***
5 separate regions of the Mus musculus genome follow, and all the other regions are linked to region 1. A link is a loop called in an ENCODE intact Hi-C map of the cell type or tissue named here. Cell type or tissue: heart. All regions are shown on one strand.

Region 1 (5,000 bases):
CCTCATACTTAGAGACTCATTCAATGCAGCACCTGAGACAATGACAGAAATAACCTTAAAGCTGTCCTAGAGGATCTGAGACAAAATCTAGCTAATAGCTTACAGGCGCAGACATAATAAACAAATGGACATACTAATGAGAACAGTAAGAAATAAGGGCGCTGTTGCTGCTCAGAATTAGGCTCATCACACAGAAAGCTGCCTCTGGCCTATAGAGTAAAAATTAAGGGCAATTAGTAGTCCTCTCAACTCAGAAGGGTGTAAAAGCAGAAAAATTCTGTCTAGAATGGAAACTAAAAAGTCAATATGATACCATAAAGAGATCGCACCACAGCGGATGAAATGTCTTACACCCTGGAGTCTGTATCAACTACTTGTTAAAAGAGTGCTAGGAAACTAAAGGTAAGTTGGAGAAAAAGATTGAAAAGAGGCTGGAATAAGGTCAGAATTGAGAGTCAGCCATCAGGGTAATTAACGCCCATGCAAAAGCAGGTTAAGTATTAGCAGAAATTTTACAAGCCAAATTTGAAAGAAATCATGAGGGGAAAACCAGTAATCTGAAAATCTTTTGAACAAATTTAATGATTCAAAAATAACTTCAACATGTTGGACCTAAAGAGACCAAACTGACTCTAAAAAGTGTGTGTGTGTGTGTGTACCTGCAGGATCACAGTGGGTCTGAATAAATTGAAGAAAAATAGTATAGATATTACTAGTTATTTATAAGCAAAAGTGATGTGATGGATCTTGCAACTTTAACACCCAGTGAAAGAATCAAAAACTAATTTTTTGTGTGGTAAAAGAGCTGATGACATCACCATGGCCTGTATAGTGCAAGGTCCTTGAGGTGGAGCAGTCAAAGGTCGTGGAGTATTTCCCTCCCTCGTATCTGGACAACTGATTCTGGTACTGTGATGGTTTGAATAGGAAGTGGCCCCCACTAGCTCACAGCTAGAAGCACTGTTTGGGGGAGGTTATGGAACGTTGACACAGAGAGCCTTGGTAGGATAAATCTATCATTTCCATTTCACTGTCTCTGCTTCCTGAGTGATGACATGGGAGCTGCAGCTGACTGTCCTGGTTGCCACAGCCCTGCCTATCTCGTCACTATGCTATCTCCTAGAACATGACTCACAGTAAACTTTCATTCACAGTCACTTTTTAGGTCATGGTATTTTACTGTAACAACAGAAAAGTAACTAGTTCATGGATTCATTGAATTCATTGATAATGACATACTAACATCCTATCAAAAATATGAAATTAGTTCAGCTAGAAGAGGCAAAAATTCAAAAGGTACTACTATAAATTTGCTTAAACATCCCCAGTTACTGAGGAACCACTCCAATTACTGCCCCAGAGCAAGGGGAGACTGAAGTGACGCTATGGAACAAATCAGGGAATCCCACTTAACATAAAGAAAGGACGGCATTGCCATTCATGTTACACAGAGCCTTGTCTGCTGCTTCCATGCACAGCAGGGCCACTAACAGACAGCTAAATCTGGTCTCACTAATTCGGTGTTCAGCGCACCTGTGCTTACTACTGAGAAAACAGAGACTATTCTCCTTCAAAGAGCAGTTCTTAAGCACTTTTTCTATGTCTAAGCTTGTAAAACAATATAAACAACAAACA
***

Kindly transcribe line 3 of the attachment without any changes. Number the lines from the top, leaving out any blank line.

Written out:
CCTCATACTTAGAGACTCATTCAATGCAGCACCTGAGACAATGACAGAAATAACCTTAAAGCTGTCCTAGAGGATCTGAGACAAAATCTAGCTAATAGCTTACAGGCGCAGACATAATAAACAAATGGACATACTAATGAGAACAGTAAGAAATAAGGGCGCTGTTGCTGCTCAGAATTAGGCTCATCACACAGAAAGCTGCCTCTGGCCTATAGAGTAAAAATTAAGGGCAATTAGTAGTCCTCTCAACTCAGAAGGGTGTAAAAGCAGAAAAATTCTGTCTAGAATGGAAACTAAAAAGTCAATATGATACCATAAAGAGATCGCACCACAGCGGATGAAATGTCTTACACCCTGGAGTCTGTATCAACTACTTGTTAAAAGAGTGCTAGGAAACTAAAGGTAAGTTGGAGAAAAAGATTGAAAAGAGGCTGGAATAAGGTCAGAATTGAGAGTCAGCCATCAGGGTAATTAACGCCCATGCAAAAGCAGGTTAAGTATTAGCAGAAATTTTACAAGCCAAATTTGAAAGAAATCATGAGGGGAAAACCAGTAATCTGAAAATCTTTTGAACAAATTTAATGATTCAAAAATAACTTCAACATGTTGGACCTAAAGAGACCAAACTGACTCTAAAAAGTGTGTGTGTGTGTGTGTACCTGCAGGATCACAGTGGGTCTGAATAAATTGAAGAAAAATAGTATAGATATTACTAGTTATTTATAAGCAAAAGTGATGTGATGGATCTTGCAACTTTAACACCCAGTGAAAGAATCAAAAACTAATTTTTTGTGTGGTAAAAGAGCTGATGACATCACCATGGCCTGTATAGTGCAAGGTCCTTGAGGTGGAGCAGTCAAAGGTCGTGGAGTATTTCCCTCCCTCGTATCTGGACAACTGATTCTGGTACTGTGATGGTTTGAATAGGAAGTGGCCCCCACTAGCTCACAGCTAGAAGCACTGTTTGGGGGAGGTTATGGAACGTTGACACAGAGAGCCTTGGTAGGATAAATCTATCATTTCCATTTCACTGTCTCTGCTTCCTGAGTGATGACATGGGAGCTGCAGCTGACTGTCCTGGTTGCCACAGCCCTGCCTATCTCGTCACTATGCTATCTCCTAGAACATGACTCACAGTAAACTTTCATTCACAGTCACTTTTTAGGTCATGGTATTTTACTGTAACAACAGAAAAGTAACTAGTTCATGGATTCATTGAATTCATTGATAATGACATACTAACATCCTATCAAAAATATGAAATTAGTTCAGCTAGAAGAGGCAAAAATTCAAAAGGTACTACTATAAATTTGCTTAAACATCCCCAGTTACTGAGGAACCACTCCAATTACTGCCCCAGAGCAAGGGGAGACTGAAGTGACGCTATGGAACAAATCAGGGAATCCCACTTAACATAAAGAAAGGACGGCATTGCCATTCATGTTACACAGAGCCTTGTCTGCTGCTTCCATGCACAGCAGGGCCACTAACAGACAGCTAAATCTGGTCTCACTAATTCGGTGTTCAGCGCACCTGTGCTTACTACTGAGAAAACAGAGACTATTCTCCTTCAAAGAGCAGTTCTTAAGCACTTTTTCTATGTCTAAGCTTGTAAAACAATATAAACAACAAACA